Project – how the Airbus autonomous plane works

Airbus has unveiled to the public the autonomous aircraft it uses to research and develop unmanned technologies. The research program began two years ago, and now Airbus has said it has successfully completed both landing and takeoff.

Basically, at the end of the project, Airbus obtained an autonomous taxi, by taking off and landing the commercial aircraft completely automatically, based on vision, using the image recognition technology on board. The technology would be the first in the world, according to Airbus representatives.

A total of 500 test flights were performed, of which 450 were dedicated to the collection of raw video data, to support and optimize algorithms, while a series of six test flights, including five takeoffs and landings per round, were used to test autonomous flight capabilities.

The project, called ATTOL, was initiated by Airbus to investigate how autonomous technologies, including the use of machine learning algorithms and automated tools for data labeling, processing and model generation, could help pilots focus less on operations. aircraft and more on strategic decision making and mission management.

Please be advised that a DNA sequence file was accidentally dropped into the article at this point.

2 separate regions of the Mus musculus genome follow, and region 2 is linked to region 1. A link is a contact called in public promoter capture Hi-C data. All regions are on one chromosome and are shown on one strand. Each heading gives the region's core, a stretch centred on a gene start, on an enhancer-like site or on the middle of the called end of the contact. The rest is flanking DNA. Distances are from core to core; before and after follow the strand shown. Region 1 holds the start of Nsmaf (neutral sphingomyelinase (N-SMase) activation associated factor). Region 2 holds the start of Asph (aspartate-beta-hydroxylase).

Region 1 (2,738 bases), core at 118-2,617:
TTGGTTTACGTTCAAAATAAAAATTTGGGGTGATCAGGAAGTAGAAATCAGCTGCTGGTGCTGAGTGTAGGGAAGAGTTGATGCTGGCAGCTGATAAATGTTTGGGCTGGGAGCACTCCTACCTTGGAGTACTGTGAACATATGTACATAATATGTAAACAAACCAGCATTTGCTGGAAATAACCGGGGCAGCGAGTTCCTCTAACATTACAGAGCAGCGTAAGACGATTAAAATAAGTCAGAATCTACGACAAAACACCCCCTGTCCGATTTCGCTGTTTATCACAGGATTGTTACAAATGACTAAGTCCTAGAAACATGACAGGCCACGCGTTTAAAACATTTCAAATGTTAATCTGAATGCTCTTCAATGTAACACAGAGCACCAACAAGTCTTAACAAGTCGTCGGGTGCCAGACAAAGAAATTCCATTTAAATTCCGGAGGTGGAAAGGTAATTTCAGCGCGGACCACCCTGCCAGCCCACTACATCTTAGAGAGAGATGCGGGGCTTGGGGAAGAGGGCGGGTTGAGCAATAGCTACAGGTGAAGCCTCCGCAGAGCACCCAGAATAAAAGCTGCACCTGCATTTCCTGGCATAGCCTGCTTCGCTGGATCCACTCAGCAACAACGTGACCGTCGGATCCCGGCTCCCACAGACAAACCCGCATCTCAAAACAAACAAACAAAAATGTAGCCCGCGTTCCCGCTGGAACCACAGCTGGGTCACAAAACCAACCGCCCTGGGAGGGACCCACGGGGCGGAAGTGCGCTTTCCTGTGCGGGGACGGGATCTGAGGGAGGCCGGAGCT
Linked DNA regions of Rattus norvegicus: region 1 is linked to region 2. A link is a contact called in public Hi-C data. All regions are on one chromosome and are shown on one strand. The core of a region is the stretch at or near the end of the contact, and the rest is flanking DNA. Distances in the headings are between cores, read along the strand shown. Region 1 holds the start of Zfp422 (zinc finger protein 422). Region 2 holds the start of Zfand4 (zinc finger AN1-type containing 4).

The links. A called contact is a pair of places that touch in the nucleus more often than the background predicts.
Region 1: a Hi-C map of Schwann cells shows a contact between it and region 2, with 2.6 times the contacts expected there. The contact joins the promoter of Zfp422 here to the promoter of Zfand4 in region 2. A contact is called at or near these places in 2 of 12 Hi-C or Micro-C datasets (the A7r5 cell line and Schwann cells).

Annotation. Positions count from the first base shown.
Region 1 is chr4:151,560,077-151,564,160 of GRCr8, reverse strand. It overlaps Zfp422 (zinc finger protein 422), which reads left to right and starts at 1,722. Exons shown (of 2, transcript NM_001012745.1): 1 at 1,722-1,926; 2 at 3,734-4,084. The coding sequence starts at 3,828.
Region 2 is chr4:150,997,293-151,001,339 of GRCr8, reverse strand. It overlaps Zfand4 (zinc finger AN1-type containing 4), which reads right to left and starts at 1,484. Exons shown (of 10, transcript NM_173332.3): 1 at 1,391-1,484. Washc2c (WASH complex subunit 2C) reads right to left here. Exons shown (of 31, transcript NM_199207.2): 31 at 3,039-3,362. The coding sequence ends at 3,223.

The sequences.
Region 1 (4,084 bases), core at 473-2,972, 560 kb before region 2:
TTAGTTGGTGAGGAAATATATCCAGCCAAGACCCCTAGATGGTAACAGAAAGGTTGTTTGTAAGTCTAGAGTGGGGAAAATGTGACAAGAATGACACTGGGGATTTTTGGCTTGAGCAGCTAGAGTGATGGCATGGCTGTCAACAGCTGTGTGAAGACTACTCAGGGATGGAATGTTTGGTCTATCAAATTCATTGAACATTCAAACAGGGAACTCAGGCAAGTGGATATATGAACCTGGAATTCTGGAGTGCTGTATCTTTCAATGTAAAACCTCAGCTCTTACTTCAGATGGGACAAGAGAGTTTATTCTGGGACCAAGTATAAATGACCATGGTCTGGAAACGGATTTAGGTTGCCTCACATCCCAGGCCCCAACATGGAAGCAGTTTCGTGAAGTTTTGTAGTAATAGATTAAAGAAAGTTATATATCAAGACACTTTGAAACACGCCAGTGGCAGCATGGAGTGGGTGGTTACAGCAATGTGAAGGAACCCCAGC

With this test, Airbus has the ability to closely analyze the potential of these autonomous technologies, along with other innovations in the field such as materials, alternative propulsion systems and connectivity.

Using these opportunities, Airbus opens up possibilities for creating new business models that will transform the way aircraft are developed, manufactured, flown, powered and maintained.

However, the company acknowledges the merits of all, stating that the tests were possible with the help of several employees, under the leadership of Airbus UpNext. The testing was done by a global team, divided into several specialized teams.